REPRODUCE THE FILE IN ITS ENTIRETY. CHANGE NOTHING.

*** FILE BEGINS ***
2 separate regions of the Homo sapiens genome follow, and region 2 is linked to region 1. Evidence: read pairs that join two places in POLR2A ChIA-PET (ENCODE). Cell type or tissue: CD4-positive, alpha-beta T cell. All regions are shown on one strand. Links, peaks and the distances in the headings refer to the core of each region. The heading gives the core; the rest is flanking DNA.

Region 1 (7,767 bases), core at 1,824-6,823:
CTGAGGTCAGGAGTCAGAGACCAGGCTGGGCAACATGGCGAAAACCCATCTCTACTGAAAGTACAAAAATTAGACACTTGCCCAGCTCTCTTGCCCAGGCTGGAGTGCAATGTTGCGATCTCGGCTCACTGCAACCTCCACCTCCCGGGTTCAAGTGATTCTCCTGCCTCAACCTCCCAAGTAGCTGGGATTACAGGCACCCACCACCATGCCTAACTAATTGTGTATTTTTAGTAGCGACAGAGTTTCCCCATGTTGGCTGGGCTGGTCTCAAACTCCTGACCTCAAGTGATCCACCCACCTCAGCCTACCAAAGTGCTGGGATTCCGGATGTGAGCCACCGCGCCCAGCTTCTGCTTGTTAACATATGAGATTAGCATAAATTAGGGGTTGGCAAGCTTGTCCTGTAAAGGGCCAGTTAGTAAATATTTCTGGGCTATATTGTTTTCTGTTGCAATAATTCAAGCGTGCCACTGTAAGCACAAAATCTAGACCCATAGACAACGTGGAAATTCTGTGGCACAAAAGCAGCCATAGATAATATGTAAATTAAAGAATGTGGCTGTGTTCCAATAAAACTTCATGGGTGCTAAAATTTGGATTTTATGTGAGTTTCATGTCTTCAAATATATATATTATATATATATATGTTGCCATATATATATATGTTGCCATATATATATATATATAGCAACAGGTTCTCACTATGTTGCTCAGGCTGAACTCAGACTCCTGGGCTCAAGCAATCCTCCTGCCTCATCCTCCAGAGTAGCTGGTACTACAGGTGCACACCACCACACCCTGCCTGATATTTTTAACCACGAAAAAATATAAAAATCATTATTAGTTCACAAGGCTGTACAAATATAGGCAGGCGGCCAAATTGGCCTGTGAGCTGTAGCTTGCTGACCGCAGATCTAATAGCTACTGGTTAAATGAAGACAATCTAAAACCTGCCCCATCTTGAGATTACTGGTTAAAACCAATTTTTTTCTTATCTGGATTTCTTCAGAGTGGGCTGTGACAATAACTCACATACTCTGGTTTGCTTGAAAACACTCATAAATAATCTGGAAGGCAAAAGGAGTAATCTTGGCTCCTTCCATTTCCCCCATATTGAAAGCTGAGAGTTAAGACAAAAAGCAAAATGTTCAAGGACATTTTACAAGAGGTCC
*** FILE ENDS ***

2 separate regions of the Homo sapiens genome follow, and region 2 is linked to region 1. Evidence: read pairs that join two places in POLR2A ChIA-PET (ENCODE). Cell type or tissue: CD4-positive, alpha-beta T cell. All regions are shown on one strand. Links, peaks and the distances in the headings refer to the core of each region. The heading gives the core; the rest is flanking DNA.

Region 1 (7,767 bases), core at 1,824-6,823:
CTGAGGTCAGGAGTCAGAGACCAGGCTGGGCAACATGGCGAAAACCCATCTCTACTGAAAGTACAAAAATTAGACACTTGCCCAGCTCTCTTGCCCAGGCTGGAGTGCAATGTTGCGATCTCGGCTCACTGCAACCTCCACCTCCCGGGTTCAAGTGATTCTCCTGCCTCAACCTCCCAAGTAGCTGGGATTACAGGCACCCACCACCATGCCTAACTAATTGTGTATTTTTAGTAGCGACAGAGTTTCCCCATGTTGGCTGGGCTGGTCTCAAACTCCTGACCTCAAGTGATCCACCCACCTCAGCCTACCAAAGTGCTGGGATTCCGGATGTGAGCCACCGCGCCCAGCTTCTGCTTGTTAACATATGAGATTAGCATAAATTAGGGGTTGGCAAGCTTGTCCTGTAAAGGGCCAGTTAGTAAATATTTCTGGGCTATATTGTTTTCTGTTGCAATAATTCAAGCGTGCCACTGTAAGCACAAAATCTAGACCCATAGACAACGTGGAAATTCTGTGGCACAAAAGCAGCCATAGATAATATGTAAATTAAAGAATGTGGCTGTGTTCCAATAAAACTTCATGGGTGCTAAAATTTGGATTTTATGTGAGTTTCATGTCTTCAAATATATATATTATATATATATATGTTGCCATATATATATATGTTGCCATATATATATATATATAGCAACAGGTTCTCACTATGTTGCTCAGGCTGAACTCAGACTCCTGGGCTCAAGCAATCCTCCTGCCTCATCCTCCAGAGTAGCTGGTACTACAGGTGCACACCACCACACCCTGCCTGATATTTTTAACCACGAAAAAATATAAAAATCATTATTAGTTCACAAGGCTGTACAAATATAGGCAGGCGGCCAAATTGGCCTGTGAGCTGTAGCTTGCTGACCGCAGATCTAATAGCTACTGGTTAAATGAAGACAATCTAAAACCTGCCCCATCTTGAGATTACTGGTTAAAACCAATTTTTTTCTTATCTGGATTTCTTCAGAGTGGGCTGTGACAATAACTCACATACTCTGGTTTGCTTGAAAACACTCATAAATAATCTGGAAGGCAAAAGGAGTAATCTTGGCTCCTTCCATTTCCCCCATATTGAAAGCTGAGAGTTAAGACAAAAAGCAAAATGTTCAAGGACATTTTACAAGAGGTCC